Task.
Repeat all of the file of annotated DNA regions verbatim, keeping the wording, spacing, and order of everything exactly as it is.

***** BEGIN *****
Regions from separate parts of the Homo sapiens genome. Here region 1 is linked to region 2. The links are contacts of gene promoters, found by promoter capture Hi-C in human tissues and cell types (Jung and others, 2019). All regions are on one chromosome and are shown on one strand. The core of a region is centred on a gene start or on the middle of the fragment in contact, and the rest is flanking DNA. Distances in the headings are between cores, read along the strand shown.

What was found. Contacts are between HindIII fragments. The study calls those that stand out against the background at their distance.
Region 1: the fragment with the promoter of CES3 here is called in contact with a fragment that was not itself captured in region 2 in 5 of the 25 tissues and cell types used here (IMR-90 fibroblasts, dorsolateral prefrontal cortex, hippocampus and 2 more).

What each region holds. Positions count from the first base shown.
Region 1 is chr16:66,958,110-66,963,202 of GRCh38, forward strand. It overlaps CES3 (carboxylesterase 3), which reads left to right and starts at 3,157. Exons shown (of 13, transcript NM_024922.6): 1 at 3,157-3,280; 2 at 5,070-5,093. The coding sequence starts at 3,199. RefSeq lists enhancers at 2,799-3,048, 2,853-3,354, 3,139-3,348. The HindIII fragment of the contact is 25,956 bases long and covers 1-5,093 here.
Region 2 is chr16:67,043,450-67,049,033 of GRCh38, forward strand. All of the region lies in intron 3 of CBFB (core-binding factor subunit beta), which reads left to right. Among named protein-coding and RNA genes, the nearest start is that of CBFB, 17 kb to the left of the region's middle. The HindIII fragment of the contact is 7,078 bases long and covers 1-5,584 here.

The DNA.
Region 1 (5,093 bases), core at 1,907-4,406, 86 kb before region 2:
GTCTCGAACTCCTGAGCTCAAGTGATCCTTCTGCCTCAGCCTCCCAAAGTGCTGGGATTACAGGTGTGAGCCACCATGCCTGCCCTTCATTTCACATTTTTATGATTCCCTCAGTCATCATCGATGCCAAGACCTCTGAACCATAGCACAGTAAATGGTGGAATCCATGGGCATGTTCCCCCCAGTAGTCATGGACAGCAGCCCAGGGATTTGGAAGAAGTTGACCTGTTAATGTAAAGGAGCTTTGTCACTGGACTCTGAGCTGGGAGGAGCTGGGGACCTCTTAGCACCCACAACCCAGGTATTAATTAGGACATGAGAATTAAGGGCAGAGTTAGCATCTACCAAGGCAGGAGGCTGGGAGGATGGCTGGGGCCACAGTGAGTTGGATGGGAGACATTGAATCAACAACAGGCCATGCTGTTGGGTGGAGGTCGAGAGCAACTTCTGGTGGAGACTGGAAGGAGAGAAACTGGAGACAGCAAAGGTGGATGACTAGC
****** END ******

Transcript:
Regions from separate parts of the Homo sapiens genome. Here region 1 is linked to region 2. The links are contacts of gene promoters, found by promoter capture Hi-C in human tissues and cell types (Jung and others, 2019). All regions are on one chromosome and are shown on one strand. The core of a region is centred on a gene start or on the middle of the fragment in contact, and the rest is flanking DNA. Distances in the headings are between cores, read along the strand shown.

What was found. Contacts are between HindIII fragments. The study calls those that stand out against the background at their distance.
Region 1: the fragment with the promoter of CES3 here is called in contact with a fragment that was not itself captured in region 2 in 5 of the 25 tissues and cell types used here (IMR-90 fibroblasts, dorsolateral prefrontal cortex, hippocampus and 2 more).

What each region holds. Positions count from the first base shown.
Region 1 is chr16:66,958,110-66,963,202 of GRCh38, forward strand. It overlaps CES3 (carboxylesterase 3), which reads left to right and starts at 3,157. Exons shown (of 13, transcript NM_024922.6): 1 at 3,157-3,280; 2 at 5,070-5,093. The coding sequence starts at 3,199. RefSeq lists enhancers at 2,799-3,048, 2,853-3,354, 3,139-3,348. The HindIII fragment of the contact is 25,956 bases long and covers 1-5,093 here.
Region 2 is chr16:67,043,450-67,049,033 of GRCh38, forward strand. All of the region lies in intron 3 of CBFB (core-binding factor subunit beta), which reads left to right. Among named protein-coding and RNA genes, the nearest start is that of CBFB, 17 kb to the left of the region's middle. The HindIII fragment of the contact is 7,078 bases long and covers 1-5,584 here.

The DNA.
Region 1 (5,093 bases), core at 1,907-4,406, 86 kb before region 2:
GTCTCGAACTCCTGAGCTCAAGTGATCCTTCTGCCTCAGCCTCCCAAAGTGCTGGGATTACAGGTGTGAGCCACCATGCCTGCCCTTCATTTCACATTTTTATGATTCCCTCAGTCATCATCGATGCCAAGACCTCTGAACCATAGCACAGTAAATGGTGGAATCCATGGGCATGTTCCCCCCAGTAGTCATGGACAGCAGCCCAGGGATTTGGAAGAAGTTGACCTGTTAATGTAAAGGAGCTTTGTCACTGGACTCTGAGCTGGGAGGAGCTGGGGACCTCTTAGCACCCACAACCCAGGTATTAATTAGGACATGAGAATTAAGGGCAGAGTTAGCATCTACCAAGGCAGGAGGCTGGGAGGATGGCTGGGGCCACAGTGAGTTGGATGGGAGACATTGAATCAACAACAGGCCATGCTGTTGGGTGGAGGTCGAGAGCAACTTCTGGTGGAGACTGGAAGGAGAGAAACTGGAGACAGCAAAGGTGGATGACTAGC